Have you ever tried to access a web page that took forever to load? And not because you’re on dial-up and using a lousy 28.8K modem too. Chances are, you’ve told yourself “Forget it!” and continued on your not-so-merry way to another site. After all, isn’t there an adage about time being golden?
If you’re a webmaster, you certainly wouldn’t want that to happen to your site, particularly if you’re doing ecommerce. It would therefore be in your best interest to make sure that your pages load in the shortest possible time. In this case, there is definitely a need for speed.
There are three factors to consider:
Size (of your web page) – Think of it this way. If you were carrying a very large and heavy package, wouldn’t you walk slower than if you were carrying something lighter and smaller? You should therefore keep your page sizes small if you can. If it takes more than 20 seconds to download, it’s too big!
To calculate how fast a page will load for a given modem speed, divide the modem speed by 10 and the result is the approximate number of characters per second that the modem will handle.1 So a 56K modem can handle 5,600 characters per second and will load a 15K page (15, 360 bytes) in 2.74 seconds.
Some things to keep in mind:
Graphics – don’t use them if you don’t need to, or if you do, keep them small
Flash pages take a longer time to load
Codes – edit and keep them simple, don’t use WYSIWYG if possible
Connectivity (quality of your host’s network connections and bandwidth) – Just as a highway with a higher speed limit and more lanes can accommodate a greater number of cars, so too would a network with more bandwidth allotment able to carry a greater amount of data.2
Although there is a growing number of hosting services using OC (Optical Carrier) lines, many hosting providers still use T1 or T3 connections to the Internet.3 You need to ask what kind(s) of connection(s) your (potential) host is using.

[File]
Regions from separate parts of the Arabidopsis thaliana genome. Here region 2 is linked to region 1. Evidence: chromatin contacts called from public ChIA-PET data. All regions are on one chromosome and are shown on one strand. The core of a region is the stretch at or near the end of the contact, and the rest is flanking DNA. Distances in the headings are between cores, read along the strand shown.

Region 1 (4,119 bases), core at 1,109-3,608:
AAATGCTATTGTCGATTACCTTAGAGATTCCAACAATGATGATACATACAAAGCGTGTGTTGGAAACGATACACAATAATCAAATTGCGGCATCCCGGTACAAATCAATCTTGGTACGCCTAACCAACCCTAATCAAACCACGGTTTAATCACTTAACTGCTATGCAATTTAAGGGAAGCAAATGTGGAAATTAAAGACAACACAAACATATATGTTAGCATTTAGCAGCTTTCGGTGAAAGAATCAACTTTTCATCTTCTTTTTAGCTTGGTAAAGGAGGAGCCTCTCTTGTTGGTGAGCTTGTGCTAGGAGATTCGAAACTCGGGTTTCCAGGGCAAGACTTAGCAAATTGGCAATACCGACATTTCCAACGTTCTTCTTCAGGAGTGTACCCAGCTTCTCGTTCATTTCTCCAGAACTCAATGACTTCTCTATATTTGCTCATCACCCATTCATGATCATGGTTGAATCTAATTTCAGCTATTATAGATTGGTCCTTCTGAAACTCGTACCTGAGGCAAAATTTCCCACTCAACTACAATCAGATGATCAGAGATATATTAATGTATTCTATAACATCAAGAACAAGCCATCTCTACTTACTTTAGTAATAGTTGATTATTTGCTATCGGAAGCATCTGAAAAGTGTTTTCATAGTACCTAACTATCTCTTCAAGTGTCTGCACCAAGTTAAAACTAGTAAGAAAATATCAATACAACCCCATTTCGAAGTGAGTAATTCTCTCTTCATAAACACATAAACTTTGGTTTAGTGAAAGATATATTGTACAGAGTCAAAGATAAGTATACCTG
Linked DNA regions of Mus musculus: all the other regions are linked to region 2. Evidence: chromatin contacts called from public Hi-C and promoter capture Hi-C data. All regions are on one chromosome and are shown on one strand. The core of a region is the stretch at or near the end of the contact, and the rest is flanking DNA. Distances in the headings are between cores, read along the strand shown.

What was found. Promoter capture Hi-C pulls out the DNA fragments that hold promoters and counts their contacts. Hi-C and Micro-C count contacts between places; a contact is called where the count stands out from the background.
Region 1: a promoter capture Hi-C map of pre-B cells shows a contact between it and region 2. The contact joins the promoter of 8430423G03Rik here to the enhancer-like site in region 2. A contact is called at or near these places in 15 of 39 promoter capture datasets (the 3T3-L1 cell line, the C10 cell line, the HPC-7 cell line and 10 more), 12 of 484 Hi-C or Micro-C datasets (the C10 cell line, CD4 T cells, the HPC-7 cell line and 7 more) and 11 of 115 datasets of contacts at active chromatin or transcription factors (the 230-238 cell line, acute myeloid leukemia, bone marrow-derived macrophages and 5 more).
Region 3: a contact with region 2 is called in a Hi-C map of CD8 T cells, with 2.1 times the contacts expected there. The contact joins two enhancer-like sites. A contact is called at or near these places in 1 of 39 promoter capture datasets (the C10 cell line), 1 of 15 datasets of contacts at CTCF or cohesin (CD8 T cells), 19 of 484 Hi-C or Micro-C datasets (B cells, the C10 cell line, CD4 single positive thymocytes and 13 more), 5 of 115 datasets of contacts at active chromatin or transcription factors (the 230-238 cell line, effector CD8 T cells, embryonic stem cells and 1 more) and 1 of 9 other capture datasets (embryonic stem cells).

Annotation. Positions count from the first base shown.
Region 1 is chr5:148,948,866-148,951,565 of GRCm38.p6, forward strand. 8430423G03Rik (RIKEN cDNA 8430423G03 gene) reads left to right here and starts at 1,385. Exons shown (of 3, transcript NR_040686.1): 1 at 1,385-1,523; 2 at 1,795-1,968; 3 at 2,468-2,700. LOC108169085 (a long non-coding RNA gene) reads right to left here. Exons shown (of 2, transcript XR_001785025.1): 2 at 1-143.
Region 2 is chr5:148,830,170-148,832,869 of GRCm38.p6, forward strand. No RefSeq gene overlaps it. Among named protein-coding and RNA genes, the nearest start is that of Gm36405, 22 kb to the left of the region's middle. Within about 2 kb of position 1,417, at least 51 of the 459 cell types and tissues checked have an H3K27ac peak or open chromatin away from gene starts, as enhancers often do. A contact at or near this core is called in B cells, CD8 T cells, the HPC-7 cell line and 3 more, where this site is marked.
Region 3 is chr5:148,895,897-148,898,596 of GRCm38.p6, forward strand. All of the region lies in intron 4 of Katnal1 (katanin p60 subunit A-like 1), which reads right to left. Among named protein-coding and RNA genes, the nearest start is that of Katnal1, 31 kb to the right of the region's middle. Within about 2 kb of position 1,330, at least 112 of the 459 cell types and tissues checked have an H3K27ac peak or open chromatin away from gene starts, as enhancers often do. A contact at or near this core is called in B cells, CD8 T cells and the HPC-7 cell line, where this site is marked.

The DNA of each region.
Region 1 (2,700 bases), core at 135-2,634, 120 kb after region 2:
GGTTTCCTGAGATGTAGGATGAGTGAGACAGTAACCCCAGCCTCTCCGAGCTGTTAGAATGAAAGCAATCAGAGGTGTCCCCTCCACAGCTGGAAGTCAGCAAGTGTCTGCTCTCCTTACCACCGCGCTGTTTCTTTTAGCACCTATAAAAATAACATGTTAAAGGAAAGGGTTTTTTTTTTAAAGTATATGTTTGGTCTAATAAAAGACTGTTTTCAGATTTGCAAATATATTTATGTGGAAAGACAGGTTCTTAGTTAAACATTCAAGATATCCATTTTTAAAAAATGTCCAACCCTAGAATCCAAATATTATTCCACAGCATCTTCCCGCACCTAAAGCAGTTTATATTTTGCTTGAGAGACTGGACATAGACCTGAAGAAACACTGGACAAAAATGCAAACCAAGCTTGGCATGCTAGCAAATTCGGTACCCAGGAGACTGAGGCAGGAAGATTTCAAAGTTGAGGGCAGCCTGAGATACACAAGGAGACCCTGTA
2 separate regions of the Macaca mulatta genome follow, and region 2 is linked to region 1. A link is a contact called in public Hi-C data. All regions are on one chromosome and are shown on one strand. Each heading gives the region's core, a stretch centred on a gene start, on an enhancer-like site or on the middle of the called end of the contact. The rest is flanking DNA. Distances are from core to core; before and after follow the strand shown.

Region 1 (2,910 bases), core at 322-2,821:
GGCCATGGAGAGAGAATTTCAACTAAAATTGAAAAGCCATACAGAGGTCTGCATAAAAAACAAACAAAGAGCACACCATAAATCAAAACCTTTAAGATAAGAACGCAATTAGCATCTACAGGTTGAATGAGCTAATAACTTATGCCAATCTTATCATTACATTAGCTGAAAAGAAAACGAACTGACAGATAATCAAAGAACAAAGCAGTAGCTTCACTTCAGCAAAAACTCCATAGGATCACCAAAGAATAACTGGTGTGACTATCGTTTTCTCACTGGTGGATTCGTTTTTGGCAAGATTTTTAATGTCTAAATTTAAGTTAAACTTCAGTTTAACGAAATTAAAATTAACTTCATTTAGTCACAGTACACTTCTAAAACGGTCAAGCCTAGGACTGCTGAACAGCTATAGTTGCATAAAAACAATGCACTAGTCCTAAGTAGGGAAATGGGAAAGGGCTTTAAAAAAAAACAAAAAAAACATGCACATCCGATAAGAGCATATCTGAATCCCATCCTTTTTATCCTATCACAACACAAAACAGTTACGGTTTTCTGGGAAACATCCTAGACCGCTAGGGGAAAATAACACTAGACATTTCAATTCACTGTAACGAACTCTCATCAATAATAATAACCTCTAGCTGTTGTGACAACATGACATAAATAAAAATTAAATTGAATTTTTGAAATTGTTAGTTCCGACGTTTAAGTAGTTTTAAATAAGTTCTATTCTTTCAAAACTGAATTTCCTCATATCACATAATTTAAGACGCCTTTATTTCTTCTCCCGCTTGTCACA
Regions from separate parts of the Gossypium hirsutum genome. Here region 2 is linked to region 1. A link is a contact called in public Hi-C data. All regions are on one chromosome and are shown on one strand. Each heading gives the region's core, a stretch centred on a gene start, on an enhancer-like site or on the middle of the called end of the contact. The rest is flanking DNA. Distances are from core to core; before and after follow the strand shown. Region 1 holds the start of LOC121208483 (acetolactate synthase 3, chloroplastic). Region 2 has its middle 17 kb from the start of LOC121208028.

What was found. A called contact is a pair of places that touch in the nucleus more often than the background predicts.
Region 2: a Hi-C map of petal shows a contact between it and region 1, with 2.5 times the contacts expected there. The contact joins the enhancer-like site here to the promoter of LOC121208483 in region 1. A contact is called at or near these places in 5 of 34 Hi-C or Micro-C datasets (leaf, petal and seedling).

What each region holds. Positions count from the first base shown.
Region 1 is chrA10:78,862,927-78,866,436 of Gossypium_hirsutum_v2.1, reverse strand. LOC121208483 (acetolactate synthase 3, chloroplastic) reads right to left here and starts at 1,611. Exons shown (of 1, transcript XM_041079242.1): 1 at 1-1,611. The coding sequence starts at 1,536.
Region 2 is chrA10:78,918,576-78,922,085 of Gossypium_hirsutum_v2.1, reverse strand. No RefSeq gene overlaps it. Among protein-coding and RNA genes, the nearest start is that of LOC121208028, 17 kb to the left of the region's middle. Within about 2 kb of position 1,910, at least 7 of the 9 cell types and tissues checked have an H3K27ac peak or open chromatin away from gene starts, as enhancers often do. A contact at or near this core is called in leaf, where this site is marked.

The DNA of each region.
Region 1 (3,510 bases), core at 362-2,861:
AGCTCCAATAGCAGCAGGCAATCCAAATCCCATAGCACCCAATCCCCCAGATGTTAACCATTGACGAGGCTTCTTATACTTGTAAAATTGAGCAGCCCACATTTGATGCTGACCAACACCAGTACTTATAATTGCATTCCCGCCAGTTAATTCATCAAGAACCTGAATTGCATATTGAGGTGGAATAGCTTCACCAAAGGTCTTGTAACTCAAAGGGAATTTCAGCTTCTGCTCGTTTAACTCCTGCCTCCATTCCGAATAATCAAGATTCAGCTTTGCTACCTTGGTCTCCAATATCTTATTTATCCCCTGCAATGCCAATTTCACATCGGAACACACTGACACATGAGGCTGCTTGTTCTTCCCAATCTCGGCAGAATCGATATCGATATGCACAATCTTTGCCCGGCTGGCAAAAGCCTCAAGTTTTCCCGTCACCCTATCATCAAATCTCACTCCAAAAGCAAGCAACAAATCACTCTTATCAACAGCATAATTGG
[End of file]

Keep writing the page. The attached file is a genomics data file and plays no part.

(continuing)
Below is a guide to connectivity bandwidths available:
Circuit Name Capacity Comment
DS0 – 64kbps – Building Block for Fractional T1
T1, – DS-1 1.544Mbps – North America
E1, – DS-1 2.048Mbps – Europe, Asia
T2, – DS-2 6.312Mbps – North America
E2 – 8.448Mbps – Europe
E3 – 34.368Mbps – Europe and Japan
T3 or DS3 – 44.736Mbps – 672 DS0s
OC-1, STS1 – 51.840Mbps – Optical Carrier
Fast Ethernet – 100.00 Mbps – Wireless Broadband
OC-3, STS3 – 155.520Mbps – Optical Carrier; 3 x 51.840Mbps
OC-3c – 155.520Mbps – Optical Carrier; “c”= concatenated
OC-12, STS12 – 622.080Mbps – Optical Carrier
C-48 – 2.488Gbps – Optical Carrier
OC-96 – 4.976Gbps
OC-192 – 10Gbps
OC-255 – 13.21Gbps
In general, T1 lines aren’t sufficient for a Web host’s traffic volume, so the best hosting companies use redundant T3 lines to ensure that customers’ sites remain responsive.
However, besides speed, your host should be using less than 50 per cent of its available bandwidth since overburdened network connections result in slower performance. Ask about capacity and usage,4 as well as backup connections.
Ask if the host uses ‘multi-homing’ (have more than one connection to the Internet). This allows people to access your site even if one connection fails.1
You can also do a speed test to determine the average response time from a hosting provider’s site to your computer by pinging. Take note, however, that one’s experience of response time is not limited to server connection, but the throughput of the web server, the Internet itself, and the user’s connection.3
Number (of sites sharing the server you’re on) – The more sites that share a server, the slower the performance. Also, if you’re sharing a server with a site loaded with graphics or that are high-traffic, expect some slowdown on yours too.